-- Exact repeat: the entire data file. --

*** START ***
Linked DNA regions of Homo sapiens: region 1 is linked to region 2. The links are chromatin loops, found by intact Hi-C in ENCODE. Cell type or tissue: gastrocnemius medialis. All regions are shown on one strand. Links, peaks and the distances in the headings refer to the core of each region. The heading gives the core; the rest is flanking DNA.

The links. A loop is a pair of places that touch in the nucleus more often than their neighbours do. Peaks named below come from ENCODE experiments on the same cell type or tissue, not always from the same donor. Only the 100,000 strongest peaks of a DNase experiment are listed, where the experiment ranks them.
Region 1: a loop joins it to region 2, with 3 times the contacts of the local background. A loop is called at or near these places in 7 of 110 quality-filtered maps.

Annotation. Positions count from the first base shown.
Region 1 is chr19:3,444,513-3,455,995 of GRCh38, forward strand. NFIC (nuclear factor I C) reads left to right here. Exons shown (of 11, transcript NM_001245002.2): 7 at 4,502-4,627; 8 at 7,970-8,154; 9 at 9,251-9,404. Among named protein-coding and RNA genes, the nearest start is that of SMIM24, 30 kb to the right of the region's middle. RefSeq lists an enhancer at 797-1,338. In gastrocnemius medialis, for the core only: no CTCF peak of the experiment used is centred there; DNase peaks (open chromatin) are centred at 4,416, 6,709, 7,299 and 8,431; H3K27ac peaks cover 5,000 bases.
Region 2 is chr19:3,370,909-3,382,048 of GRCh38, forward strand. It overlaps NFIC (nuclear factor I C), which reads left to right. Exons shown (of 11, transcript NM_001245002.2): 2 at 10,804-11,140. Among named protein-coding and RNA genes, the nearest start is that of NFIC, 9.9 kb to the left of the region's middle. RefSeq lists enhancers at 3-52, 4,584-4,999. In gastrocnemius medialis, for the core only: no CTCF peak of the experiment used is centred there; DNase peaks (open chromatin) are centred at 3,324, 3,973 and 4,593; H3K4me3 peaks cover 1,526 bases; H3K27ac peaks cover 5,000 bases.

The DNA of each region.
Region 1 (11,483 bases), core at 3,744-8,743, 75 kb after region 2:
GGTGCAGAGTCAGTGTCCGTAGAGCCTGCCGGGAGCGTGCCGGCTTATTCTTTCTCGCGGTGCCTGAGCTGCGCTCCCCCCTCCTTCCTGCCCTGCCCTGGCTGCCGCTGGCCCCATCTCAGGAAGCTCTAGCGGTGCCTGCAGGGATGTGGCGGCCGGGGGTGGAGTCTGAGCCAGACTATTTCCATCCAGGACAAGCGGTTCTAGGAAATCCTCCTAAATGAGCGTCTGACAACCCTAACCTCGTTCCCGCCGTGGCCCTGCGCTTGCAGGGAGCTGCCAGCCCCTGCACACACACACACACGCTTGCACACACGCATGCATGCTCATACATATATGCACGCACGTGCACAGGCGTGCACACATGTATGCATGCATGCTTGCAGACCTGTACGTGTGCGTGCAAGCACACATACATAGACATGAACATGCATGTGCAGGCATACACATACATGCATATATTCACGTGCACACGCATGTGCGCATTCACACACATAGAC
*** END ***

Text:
Linked DNA regions of Homo sapiens: region 1 is linked to region 2. The links are chromatin loops, found by intact Hi-C in ENCODE. Cell type or tissue: gastrocnemius medialis. All regions are shown on one strand. Links, peaks and the distances in the headings refer to the core of each region. The heading gives the core; the rest is flanking DNA.

The links. A loop is a pair of places that touch in the nucleus more often than their neighbours do. Peaks named below come from ENCODE experiments on the same cell type or tissue, not always from the same donor. Only the 100,000 strongest peaks of a DNase experiment are listed, where the experiment ranks them.
Region 1: a loop joins it to region 2, with 3 times the contacts of the local background. A loop is called at or near these places in 7 of 110 quality-filtered maps.

Annotation. Positions count from the first base shown.
Region 1 is chr19:3,444,513-3,455,995 of GRCh38, forward strand. NFIC (nuclear factor I C) reads left to right here. Exons shown (of 11, transcript NM_001245002.2): 7 at 4,502-4,627; 8 at 7,970-8,154; 9 at 9,251-9,404. Among named protein-coding and RNA genes, the nearest start is that of SMIM24, 30 kb to the right of the region's middle. RefSeq lists an enhancer at 797-1,338. In gastrocnemius medialis, for the core only: no CTCF peak of the experiment used is centred there; DNase peaks (open chromatin) are centred at 4,416, 6,709, 7,299 and 8,431; H3K27ac peaks cover 5,000 bases.
Region 2 is chr19:3,370,909-3,382,048 of GRCh38, forward strand. It overlaps NFIC (nuclear factor I C), which reads left to right. Exons shown (of 11, transcript NM_001245002.2): 2 at 10,804-11,140. Among named protein-coding and RNA genes, the nearest start is that of NFIC, 9.9 kb to the left of the region's middle. RefSeq lists enhancers at 3-52, 4,584-4,999. In gastrocnemius medialis, for the core only: no CTCF peak of the experiment used is centred there; DNase peaks (open chromatin) are centred at 3,324, 3,973 and 4,593; H3K4me3 peaks cover 1,526 bases; H3K27ac peaks cover 5,000 bases.

The DNA of each region.
Region 1 (11,483 bases), core at 3,744-8,743, 75 kb after region 2:
GGTGCAGAGTCAGTGTCCGTAGAGCCTGCCGGGAGCGTGCCGGCTTATTCTTTCTCGCGGTGCCTGAGCTGCGCTCCCCCCTCCTTCCTGCCCTGCCCTGGCTGCCGCTGGCCCCATCTCAGGAAGCTCTAGCGGTGCCTGCAGGGATGTGGCGGCCGGGGGTGGAGTCTGAGCCAGACTATTTCCATCCAGGACAAGCGGTTCTAGGAAATCCTCCTAAATGAGCGTCTGACAACCCTAACCTCGTTCCCGCCGTGGCCCTGCGCTTGCAGGGAGCTGCCAGCCCCTGCACACACACACACACGCTTGCACACACGCATGCATGCTCATACATATATGCACGCACGTGCACAGGCGTGCACACATGTATGCATGCATGCTTGCAGACCTGTACGTGTGCGTGCAAGCACACATACATAGACATGAACATGCATGTGCAGGCATACACATACATGCATATATTCACGTGCACACGCATGTGCGCATTCACACACATAGAC